Travis Kelce stood atop the fantasy TE world from 2016 to 2020 – an incredible run in the age of Rob Gronkowski, George Kittle, and other elite/near-elite talents. Despite enjoying his third-best fantasy output last year, Mark Andrews became the new No. 1 with a hotter stretch run.
So naturally, most experts and managers aren’t at all concerned about Kelce’s 2022 prospects. He’s still elite, right? Patrick Mahomes is still his quarterback. And with Tyreek Hill now in Miami, presumably, Kelce can continue to shine. And hey, the all-world TE was the Chiefs’ No. 1 target each season from 2016 to 2020. Before Hill outdid him in 2021, the last Kansas City receiver to earn more looks than Kelce in a season was Jeremy Maclin (yes, Maclin) six years ago.
This is important because Kelce’s extraordinary dominance has come with the usual tiny caveat: he’s his team’s offensive focal point. So yes, he’ll continue to dominate – or come close to it – as long as he remains a target monster. Last year’s 8.4 looks per game were his lowest mark since 2017. Nothing too concerning. Maybe just a blip. But he also had 10 drops – his highest count on record in that same time frame. Mahomes averaged a 101.1 QB rating when targeting Kelce – also the lowest such recorded mark between these two.
Furthermore, Kelce will turn 33 in October. Those who observed him last season saw someone who appeared to be peaking, if not post-peak. This lines up with my research, which shows that since 2015, preseason top-six-ADP TEs who are 27 or older perform, on average, much worse than younger TEs. Kelce – and to some extent Gronkowski – have been outliers. But how long can it last?
Along these lines, we’ve observed several TEs with Kelce’s mileage break down around this time. Greg Olsen (age-32 season) had a preseason TE3 ADP in 2017 but missed nine games. That same year, the 30-year-old Martellus Bennett (TE10 ADP) missed seven games. In 2018, two of the three preseason top-10 TEs in their 30s (Olsen and Delanie Walker) missed seven and 15 games, respectively. Preseason TE4 Zach Ertz missed five contests in his age-30 campaign (2020), while Logan Thomas missed 11 contests in his age-30 season last year.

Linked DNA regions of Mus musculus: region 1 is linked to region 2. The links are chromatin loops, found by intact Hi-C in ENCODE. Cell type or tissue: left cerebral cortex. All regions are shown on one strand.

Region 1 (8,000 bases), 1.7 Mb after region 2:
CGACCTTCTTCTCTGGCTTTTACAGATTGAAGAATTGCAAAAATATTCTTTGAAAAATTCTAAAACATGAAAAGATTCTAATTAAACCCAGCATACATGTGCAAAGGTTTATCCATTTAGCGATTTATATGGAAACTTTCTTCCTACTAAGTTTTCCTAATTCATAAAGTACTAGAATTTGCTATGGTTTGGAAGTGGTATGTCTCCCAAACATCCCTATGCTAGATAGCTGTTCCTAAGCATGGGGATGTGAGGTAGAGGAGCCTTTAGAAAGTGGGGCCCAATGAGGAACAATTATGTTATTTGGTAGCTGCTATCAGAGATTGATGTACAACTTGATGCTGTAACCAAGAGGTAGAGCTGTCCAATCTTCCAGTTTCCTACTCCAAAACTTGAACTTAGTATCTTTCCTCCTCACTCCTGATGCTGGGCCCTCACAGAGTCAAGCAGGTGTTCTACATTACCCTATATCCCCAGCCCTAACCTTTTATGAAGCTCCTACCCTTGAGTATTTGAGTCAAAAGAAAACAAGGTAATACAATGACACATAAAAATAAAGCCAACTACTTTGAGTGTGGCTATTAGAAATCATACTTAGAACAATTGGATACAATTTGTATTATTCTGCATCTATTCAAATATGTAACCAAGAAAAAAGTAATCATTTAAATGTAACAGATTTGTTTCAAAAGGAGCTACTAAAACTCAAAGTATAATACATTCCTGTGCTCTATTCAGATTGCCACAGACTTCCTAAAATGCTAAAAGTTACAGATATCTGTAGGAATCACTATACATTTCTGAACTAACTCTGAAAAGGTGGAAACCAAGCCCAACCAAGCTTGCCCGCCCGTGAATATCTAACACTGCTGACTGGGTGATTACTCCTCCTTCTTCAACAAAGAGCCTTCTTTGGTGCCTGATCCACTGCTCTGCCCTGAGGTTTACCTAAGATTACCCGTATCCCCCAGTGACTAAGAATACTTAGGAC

Kelce has been one of the exceptions. Not the only exception, but the most notable one. He has avoided the bodily breakdowns that impact so many other aging tight ends.
But betting on a soon-to-be 33-year-old reliant on an elite target share to be the overall TE1 is, to say the least, risky. While the Chiefs lost Hill, Byron Pringle, and Demarcus Robinson, they added WRs JuJu Smith-Schuster, Marques Valdes-Scantling, high-upside rookie Skyy Moore, and intriguing UDFA Justyn Ross. Mecole Hardman remains.
This has the makings of a more spread-it-around offense, and given how steeply Kelce’s production dropped last year (aside from his miracle fourth quarter and overtime in Week 15 vs. the Chargers), that approach could serve Kansas City well. They’ll need a relatively rested Kelce in January – not someone with an eighth straight 870-plus-snap season (and a roughly 90% snap share).
Most of the fantasy universe disagrees. 81 of 104 experts compiled by Fantasy Pros (78%) rank him as the No. 1 fantasy TE. 100% of experts place him in the top three. Yes, 100%. But our contrarian research thinks differently. Kelce is a better bet to finish outside the top three, posting his lowest fantasy production since 2016, if not earlier.
Travis Kelce, KC (TE1 ADP)
Contrarian Prediction: Not a top-four TE and worst per-game fantasy production since pre-2017.